Continuous compression molding (CCM)
“CCM is a good example of our work together,” says Pappadà. “Leonardo identified some components made in thermoset composites and together we explored technology to provide these in TPC, looking at where there are large numbers of parts in the aircraft, such as splice structures and stanchions with simple geometry.”
Parts made using CETMA’s continuous compression molding line. Source | “CETMA: Composites R&D innovation in Italy”
“We needed a new production technology characterized by low cost and high rate,” he continues. He points out that in the past, single TPC components were manufactured with a large amount of waste. “So, we produce net shapes based on non-isothermal compression molding but with some innovations (patents are ongoing) to reduce scrap. We designed a fully automated cell for this, which an Italian company then built for us.”
This cell is able to produce the components that Leonardo designed, says Pappadà, “at a rate of one component every 5 minutes, working 24 hours/day.” However, his team then had to figure out the production of the preform. “At the beginning, we needed a flat lamination process, for this was the bottleneck at that point,” he explains. “So our process starts with a blank (flat laminate), heats this in an infrared (IR) oven and then into a press for molding. Flat laminates are usually produced using big presses and require 4-5 hours cycle time. We decided to investigate a new method able to produce flat laminates in a faster way. Thus, we developed a high-productivity CCM line at CETMA with Leonardo engineers' support. We reduced cycle time for a 1-meter by 1-meter part to 15 minutes. Importantly, it is a continuous process, so we can produce unlimited lengths.”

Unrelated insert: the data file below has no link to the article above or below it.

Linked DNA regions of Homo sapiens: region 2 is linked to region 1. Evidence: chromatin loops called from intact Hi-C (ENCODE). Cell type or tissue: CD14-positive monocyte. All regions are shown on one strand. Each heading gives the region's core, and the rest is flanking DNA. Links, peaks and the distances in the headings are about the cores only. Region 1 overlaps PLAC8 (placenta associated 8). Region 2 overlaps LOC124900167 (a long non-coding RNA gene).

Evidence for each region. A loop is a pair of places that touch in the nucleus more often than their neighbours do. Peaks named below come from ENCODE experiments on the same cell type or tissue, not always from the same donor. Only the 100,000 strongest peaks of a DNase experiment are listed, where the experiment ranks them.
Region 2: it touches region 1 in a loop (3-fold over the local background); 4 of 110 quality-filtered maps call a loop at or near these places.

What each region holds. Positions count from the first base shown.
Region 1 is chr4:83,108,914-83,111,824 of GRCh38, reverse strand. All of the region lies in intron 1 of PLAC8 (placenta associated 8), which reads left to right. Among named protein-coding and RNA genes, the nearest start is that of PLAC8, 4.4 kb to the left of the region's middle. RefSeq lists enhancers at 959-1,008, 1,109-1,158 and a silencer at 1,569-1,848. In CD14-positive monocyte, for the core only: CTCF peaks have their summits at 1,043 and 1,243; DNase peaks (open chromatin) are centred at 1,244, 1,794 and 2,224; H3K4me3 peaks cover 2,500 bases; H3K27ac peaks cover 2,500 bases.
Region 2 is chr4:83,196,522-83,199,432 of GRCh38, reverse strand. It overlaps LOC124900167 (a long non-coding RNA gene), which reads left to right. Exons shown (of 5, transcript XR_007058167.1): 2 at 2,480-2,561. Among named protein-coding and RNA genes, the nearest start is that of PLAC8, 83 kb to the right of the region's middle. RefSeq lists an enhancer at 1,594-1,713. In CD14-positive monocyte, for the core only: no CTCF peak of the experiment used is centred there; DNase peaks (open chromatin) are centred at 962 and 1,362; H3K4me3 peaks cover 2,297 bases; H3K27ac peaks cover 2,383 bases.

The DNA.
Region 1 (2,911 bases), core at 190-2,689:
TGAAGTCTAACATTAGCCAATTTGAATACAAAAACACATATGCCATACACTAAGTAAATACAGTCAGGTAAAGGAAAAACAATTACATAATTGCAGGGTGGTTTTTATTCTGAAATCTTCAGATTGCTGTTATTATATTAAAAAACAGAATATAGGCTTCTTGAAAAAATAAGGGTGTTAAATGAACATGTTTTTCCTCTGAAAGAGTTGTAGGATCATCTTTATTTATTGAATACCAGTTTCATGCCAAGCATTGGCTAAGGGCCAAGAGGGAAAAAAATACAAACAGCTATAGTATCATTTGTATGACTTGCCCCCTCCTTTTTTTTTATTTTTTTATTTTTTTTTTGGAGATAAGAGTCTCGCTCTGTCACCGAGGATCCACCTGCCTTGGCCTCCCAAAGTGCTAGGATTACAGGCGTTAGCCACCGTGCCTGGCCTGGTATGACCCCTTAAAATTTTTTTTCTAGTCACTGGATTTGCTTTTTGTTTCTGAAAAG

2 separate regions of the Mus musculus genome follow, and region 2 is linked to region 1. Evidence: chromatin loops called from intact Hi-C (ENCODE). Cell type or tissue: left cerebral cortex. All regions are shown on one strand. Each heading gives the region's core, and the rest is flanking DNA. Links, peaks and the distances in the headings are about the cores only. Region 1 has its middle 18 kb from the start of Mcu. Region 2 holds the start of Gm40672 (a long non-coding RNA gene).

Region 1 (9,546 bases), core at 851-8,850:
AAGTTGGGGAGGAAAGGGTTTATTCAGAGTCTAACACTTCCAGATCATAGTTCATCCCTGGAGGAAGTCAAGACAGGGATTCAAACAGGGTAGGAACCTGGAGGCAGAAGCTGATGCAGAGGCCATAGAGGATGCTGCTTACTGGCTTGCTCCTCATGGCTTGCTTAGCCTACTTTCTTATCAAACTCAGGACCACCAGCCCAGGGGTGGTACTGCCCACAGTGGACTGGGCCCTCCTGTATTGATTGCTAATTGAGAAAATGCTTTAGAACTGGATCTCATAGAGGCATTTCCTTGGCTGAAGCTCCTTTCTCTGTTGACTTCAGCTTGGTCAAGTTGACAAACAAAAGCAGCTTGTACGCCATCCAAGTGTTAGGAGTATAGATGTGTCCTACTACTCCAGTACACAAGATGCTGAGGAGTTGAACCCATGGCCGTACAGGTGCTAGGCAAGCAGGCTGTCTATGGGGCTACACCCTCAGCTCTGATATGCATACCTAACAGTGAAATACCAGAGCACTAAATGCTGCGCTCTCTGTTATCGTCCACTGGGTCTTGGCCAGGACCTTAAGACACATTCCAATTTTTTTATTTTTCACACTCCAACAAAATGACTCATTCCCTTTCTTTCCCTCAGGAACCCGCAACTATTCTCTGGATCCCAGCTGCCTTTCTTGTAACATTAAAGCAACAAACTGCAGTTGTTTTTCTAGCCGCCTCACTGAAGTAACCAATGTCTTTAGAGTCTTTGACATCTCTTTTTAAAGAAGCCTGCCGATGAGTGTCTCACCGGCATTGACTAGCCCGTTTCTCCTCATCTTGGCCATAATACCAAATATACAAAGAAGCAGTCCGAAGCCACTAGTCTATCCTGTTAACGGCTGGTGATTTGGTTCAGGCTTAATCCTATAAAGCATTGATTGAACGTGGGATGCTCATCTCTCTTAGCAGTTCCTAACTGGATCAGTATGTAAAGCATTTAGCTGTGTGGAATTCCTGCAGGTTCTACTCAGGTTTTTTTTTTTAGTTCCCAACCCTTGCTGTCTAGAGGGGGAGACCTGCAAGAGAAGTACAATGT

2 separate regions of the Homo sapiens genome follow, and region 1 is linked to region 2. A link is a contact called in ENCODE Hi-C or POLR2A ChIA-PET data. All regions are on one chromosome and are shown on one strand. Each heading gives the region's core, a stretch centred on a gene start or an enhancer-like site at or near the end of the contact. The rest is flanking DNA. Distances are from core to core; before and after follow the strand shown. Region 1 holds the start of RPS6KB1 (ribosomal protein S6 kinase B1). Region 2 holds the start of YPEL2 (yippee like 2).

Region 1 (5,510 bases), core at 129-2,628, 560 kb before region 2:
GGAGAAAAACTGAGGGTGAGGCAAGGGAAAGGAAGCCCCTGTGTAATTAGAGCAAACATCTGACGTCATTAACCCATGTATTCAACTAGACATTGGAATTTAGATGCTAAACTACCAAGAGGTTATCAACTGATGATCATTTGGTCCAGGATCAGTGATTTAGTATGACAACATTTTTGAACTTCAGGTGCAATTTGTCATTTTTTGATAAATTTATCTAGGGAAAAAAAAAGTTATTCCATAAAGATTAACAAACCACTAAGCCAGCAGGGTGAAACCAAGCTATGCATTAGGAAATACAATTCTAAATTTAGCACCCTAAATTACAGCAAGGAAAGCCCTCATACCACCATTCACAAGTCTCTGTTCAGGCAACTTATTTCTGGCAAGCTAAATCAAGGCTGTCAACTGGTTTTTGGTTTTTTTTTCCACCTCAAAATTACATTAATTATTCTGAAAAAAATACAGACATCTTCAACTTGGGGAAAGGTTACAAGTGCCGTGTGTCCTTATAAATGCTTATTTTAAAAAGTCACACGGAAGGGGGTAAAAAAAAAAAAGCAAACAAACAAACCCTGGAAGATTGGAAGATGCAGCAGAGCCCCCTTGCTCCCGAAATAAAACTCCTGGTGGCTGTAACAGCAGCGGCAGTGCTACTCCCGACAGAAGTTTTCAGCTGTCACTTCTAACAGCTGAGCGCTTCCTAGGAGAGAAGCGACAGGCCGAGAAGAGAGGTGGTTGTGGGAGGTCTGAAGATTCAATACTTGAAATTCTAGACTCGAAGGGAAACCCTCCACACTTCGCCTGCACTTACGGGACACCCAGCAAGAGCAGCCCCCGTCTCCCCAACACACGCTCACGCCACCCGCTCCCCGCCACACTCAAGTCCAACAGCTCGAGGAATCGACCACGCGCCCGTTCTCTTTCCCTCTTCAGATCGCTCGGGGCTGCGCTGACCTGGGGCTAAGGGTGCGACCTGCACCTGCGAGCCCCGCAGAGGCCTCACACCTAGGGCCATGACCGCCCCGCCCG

Infrared thermography (IRT) cameras in the SPARE progressive roll forming line helped CETMA understand temperature distribution during production and generate 3D analyses to validate its computer models during CCM development. Source | “CETMA: Composites R&D innovation in Italy”
But how is this new compared to the CCM used for over a decade by Xperion,now XELIS (Markdorf, Germany)? “We developed analytical and numerical models able to predict defects such as voids,” says Pappadà. “We did this in cooperation with Leonardo and the University of Salento (Lecce, Italy) to understand parameters and their influence on quality. We used these models to develop this new CCM where we can have very high thickness but also high quality. Thanks to these models, we can optimize temperature and pressure but also how to apply these. There are a lot of technological aspects you can develop to have uniform distribution of temperature and pressure; however, we needed to understand the impact of these on the mechanical performance and growth of defects in composite structures.”
Pappadà continues, “Our technology is more flexible. Also, CCM was developed 20 years ago, but there is no information about it because the few companies who used it did not share knowledge and know-how. So, we had to start from nothing, just with our knowledge of composites and processing.”
“We are now working through internal programs and with our customers to find parts for these new technologies,” says Corvaglia. “These parts may be redesigned and requalified to start production.” Why? “The goal is to have an airplane as lightweight as possible but also price competitive. So, we must also optimize with thickness. But we might find out a part can go even lighter or identify multiple parts with a similar shape, which could enable significant cost savings.”